Monday, July 10, 2006

Bars cause assaults?

I saw a bit that caught my eye in the Sunday (Chicago) Tribune about a study published in Alcoholism: Clinical & Experimental Research (sorry, no link). Apparently the study involved looking for a relationship between the number of bars in an area and the number of overnight hospital stays because of assault. They did indeed find a direct relationship between the number of bars in a given zip code and the number of hospitalized assaults (more bars, more hospitalized assault victims).

While that relationship reached statistical significance, it raises a couple of questions in my mind. I believe that some other points might also have reached significance, but not having seen the original article I don’t know if they were looked at or whether they will be looked at in future research.

By far and away the majority of assaults don’t get hospitalized, so it would be of interest to know if non-hospitalized assaulted individuals also correlated with the number of bars in a zip code. Secondly, it would be interesting to know (particularly in my present role as Coroner) if the number of deaths related to assault also correlated with the number of bars. It is not much of a stretch to believe that both of these quantities would also correlate with bar saturation.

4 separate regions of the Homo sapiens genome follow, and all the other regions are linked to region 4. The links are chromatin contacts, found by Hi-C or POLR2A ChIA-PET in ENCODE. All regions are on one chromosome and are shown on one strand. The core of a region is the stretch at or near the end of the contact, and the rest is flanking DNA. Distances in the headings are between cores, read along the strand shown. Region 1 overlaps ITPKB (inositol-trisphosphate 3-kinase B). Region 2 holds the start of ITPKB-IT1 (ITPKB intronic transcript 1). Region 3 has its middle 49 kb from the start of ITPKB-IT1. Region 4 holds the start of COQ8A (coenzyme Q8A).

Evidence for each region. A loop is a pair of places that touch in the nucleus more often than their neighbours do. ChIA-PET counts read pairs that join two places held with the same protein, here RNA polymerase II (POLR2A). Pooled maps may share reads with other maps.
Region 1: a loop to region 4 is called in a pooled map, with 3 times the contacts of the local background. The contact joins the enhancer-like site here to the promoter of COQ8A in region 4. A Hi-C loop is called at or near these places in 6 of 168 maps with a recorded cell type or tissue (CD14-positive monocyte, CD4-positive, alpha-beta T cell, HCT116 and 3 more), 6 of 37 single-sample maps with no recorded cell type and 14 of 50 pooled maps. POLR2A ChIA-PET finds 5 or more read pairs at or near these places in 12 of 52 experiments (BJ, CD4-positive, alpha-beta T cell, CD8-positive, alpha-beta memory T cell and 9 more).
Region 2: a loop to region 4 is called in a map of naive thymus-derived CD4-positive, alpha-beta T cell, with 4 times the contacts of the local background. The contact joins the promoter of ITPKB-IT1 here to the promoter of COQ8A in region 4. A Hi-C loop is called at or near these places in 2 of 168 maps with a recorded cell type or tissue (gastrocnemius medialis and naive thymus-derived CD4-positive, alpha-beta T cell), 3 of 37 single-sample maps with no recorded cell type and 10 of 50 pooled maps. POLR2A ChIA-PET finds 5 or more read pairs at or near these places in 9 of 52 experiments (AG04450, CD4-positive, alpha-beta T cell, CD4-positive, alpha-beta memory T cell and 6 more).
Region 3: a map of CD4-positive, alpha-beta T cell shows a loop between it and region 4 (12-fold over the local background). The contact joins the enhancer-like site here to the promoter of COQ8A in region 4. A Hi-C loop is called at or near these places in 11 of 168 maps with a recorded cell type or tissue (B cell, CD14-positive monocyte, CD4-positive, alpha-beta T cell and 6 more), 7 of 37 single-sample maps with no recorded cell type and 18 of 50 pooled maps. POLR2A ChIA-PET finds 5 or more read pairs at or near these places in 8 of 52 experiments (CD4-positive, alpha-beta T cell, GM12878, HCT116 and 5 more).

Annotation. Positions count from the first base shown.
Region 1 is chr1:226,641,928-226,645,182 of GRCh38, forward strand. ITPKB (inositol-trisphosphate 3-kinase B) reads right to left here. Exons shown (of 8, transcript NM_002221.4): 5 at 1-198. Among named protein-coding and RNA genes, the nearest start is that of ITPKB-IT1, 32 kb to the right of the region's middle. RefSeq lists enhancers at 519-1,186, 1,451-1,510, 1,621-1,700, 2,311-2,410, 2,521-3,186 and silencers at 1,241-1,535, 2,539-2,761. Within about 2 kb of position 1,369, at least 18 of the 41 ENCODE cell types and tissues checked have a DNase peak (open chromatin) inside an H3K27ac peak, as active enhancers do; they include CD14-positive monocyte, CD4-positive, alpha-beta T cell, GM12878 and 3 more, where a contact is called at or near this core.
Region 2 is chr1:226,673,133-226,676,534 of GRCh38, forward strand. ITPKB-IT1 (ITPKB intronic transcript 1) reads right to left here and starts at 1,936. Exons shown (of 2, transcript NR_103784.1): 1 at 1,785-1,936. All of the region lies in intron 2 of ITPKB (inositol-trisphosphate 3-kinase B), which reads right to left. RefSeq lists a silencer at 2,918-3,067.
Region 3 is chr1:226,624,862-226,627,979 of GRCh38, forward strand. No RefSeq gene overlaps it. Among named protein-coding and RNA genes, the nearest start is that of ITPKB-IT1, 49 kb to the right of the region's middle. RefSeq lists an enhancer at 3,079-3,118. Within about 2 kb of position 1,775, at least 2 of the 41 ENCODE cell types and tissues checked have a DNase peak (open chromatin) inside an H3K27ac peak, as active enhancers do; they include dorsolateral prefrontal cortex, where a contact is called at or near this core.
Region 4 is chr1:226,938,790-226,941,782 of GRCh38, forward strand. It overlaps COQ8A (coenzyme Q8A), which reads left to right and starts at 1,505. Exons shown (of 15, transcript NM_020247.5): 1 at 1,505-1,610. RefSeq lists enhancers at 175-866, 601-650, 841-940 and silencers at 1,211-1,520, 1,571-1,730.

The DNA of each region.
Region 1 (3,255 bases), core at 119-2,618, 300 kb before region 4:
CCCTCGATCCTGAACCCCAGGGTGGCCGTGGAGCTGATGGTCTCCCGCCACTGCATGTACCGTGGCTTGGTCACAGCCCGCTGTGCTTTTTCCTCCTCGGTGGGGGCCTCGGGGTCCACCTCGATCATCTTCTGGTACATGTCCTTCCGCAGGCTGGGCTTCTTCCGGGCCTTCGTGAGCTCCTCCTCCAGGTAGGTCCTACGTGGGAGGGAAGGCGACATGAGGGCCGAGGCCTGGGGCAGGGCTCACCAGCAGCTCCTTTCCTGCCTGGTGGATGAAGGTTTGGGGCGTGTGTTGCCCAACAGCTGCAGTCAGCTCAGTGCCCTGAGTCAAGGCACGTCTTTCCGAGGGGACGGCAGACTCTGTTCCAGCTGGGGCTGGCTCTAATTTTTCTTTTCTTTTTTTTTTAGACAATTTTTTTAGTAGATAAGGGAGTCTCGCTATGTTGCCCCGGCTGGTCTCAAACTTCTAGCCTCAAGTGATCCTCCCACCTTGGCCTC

The cause and effect would be a much tougher thing to get at without facts about the individuals involved in the assaults. Certainly, most folks that go to bars are law-abiding, fine upstanding folks and not likely to be involved in assaults. Also, sorry to say, not all bars are created, nor do they “live their lives” equal; some are “rougher” than others. So do we limit the number of bars to decrease violence/assaults or do we need to look at the characteristics of and demographics of the bars and “control” based on that? Are more bars located in some neighborhoods more prone to violence because of other socioeconomic problems? If that is the case do we control their placement or do we patrol those areas more intensively to secondarily prevent violence “greased” by that social lubricant, alcohol?

Regardless, this information should not just be bantered about academically, it should be used to impact a real-life problem. It should engender some real discussion on how to use the information in the community to decrease violence and assaults, and possibly deaths.

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